Outdoor Tips for Hot Weather

On granite monadnocks in the shimmering Atlanta sun, temperatures can be far higher than the readings on a thermometer.  Humidity and sun can take you by surprise. Here are a few ways you can be prepare for the heat.   

Hydrate!  Drink plenty of water before you head outside and bring water with you on the trails in reusable bottles. Places to refill are limited.  Sip at the water along your adventure to avoid getting thirsty and dehydrated.   

Refuel:  Make sure you have a snack for the trail. Energy bars, nuts, pretzels or trailmix all help you hold onto the Hiker-drinking-waterwater your drinking and give you energy. My favorite trail snack is a peanut butter sandwich.   

Start early!  Summer temperatures are typically at their coolest in the early morning.  Plan your long outings then and avoid the hottest and sunniest part of the day between 10am-2pm.  It’s hard to find shade with the sun overhead.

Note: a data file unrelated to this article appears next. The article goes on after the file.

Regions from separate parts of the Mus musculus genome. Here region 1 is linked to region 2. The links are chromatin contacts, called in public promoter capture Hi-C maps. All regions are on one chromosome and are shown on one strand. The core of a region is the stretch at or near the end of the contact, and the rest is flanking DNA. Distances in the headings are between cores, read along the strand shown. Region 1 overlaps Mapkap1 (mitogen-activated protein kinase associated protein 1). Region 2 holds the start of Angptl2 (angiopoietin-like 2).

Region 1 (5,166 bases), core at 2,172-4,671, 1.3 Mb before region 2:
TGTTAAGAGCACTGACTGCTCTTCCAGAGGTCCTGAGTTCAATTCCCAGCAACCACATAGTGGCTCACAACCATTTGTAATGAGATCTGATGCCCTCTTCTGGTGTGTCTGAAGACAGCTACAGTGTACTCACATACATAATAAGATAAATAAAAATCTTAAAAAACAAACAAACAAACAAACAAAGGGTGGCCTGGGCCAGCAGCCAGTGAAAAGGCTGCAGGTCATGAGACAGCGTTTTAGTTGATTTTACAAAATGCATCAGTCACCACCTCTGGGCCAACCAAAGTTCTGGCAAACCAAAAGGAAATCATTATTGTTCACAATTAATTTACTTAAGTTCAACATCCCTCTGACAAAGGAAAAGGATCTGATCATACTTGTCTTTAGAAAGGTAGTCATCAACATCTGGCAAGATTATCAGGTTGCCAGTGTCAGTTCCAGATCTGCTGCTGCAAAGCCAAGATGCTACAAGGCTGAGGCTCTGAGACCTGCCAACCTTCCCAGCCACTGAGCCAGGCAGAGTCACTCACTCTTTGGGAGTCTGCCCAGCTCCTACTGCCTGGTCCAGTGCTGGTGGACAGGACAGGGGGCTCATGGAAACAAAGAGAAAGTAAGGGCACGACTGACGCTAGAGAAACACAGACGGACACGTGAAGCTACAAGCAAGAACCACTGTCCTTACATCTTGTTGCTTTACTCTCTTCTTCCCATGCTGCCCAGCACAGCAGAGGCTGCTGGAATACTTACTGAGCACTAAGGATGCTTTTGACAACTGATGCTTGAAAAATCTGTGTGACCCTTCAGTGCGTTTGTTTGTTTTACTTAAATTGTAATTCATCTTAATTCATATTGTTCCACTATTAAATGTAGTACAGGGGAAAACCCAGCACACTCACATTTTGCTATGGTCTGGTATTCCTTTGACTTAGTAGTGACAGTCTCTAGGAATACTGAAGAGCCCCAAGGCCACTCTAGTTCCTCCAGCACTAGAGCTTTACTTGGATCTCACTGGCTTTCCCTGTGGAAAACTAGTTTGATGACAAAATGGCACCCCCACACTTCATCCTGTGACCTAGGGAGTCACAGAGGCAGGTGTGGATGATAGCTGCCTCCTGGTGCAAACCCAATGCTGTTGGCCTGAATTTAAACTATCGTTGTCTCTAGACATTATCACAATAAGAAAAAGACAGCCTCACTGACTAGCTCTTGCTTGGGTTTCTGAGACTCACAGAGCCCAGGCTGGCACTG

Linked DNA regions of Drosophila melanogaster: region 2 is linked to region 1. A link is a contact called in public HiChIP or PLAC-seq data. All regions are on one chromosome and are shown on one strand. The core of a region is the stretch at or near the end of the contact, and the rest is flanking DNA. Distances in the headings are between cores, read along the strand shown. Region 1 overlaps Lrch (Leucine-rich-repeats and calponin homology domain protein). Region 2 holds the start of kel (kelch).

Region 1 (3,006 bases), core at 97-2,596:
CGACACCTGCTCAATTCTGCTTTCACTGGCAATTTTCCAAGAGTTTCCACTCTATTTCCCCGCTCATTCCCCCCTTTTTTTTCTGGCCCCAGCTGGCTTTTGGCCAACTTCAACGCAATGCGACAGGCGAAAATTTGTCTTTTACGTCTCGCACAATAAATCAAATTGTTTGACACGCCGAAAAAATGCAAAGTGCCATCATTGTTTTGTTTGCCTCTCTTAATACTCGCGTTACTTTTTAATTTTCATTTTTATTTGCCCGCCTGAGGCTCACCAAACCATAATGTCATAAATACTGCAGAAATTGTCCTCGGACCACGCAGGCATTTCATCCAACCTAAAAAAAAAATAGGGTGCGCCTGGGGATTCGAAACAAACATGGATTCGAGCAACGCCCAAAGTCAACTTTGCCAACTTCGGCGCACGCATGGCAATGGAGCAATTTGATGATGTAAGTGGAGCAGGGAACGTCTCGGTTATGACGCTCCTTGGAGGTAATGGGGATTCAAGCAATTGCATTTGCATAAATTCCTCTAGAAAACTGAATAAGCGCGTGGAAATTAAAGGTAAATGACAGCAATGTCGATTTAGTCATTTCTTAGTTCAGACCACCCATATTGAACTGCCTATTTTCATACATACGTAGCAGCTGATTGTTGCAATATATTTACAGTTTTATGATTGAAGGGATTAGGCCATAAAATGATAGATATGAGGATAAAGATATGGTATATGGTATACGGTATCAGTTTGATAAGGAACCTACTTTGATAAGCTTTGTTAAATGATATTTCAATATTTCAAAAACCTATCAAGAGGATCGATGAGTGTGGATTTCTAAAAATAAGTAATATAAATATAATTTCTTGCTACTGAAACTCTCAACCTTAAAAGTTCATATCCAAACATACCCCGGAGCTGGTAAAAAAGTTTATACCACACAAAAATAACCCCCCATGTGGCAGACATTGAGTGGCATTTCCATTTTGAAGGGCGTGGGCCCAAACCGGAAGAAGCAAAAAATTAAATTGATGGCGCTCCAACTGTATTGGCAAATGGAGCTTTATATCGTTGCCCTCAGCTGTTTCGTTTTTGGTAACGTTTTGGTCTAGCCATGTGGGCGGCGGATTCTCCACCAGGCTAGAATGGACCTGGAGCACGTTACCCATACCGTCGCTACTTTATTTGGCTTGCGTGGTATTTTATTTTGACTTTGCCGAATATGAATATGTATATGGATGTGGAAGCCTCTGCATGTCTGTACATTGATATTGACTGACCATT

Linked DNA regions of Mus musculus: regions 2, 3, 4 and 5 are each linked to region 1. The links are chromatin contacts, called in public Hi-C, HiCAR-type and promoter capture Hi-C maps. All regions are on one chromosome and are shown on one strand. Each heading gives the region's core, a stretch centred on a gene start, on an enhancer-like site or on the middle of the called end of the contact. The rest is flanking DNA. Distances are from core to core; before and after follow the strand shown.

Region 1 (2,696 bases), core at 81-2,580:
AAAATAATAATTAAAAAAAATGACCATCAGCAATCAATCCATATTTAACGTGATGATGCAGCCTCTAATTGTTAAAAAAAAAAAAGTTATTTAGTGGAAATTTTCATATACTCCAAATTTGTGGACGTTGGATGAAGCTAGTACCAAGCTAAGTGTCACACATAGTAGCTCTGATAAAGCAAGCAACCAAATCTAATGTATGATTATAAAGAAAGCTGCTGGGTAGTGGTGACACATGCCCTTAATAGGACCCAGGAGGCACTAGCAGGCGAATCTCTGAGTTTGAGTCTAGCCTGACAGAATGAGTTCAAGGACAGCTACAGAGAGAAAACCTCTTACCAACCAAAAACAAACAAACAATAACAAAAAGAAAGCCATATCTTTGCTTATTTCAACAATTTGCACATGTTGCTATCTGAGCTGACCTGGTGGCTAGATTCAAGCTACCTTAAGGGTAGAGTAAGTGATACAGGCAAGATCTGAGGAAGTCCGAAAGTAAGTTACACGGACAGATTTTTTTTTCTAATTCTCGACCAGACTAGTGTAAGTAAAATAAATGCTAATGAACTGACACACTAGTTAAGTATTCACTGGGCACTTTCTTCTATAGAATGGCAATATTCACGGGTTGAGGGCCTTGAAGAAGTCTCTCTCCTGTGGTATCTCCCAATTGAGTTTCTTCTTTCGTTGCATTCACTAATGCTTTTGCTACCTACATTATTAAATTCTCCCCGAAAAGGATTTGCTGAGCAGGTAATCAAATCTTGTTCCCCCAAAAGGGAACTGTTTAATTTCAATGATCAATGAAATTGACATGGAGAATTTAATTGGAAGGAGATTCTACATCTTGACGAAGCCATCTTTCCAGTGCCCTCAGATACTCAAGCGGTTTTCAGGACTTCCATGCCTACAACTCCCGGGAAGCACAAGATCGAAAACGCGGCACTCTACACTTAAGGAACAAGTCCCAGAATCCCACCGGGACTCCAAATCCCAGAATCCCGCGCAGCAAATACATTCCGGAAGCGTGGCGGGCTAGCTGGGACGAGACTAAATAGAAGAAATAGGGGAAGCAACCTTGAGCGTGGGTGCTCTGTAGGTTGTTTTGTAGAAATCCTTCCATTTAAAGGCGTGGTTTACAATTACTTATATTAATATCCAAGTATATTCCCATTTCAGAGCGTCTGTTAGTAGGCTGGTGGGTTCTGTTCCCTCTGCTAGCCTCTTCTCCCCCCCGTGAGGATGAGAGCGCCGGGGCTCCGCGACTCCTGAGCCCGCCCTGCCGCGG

Wear appropriate clothing:  Light colors and lightweight do best.  Try to avoid pure cotton as sweat or rain don’t easily dry in this humid climate and can actually leave you feeling chilled or chafe your skin.  Don’t forget a hat to protect your face from the sun and shield your eyes.   

Slow down!  Heat depletes energy.  As temperatures and humidity rise, slow your pace or reduce your mileage.  Take frequent breaks and don’t forget to sip on your water.      

Spray down:  not with water, with sunscreen and bug spray!  Protecting your skin from the sun is well documented but some don’t think about the bugs, especially ticks, which might come along for the ride.  Protect yourself by following these guidelines from the CDC.   

David Foster Panola  (2)Who’s your buddy?  And finally, always have a trail buddy. If someone doesn’t join you on your trek, make sure that you’ve left word about where you’re going and how long you expect to be gone. Make sure your cell phone is fully charged and take note of your surroundings, including trail blazes and mile markers, in case you run into difficulty.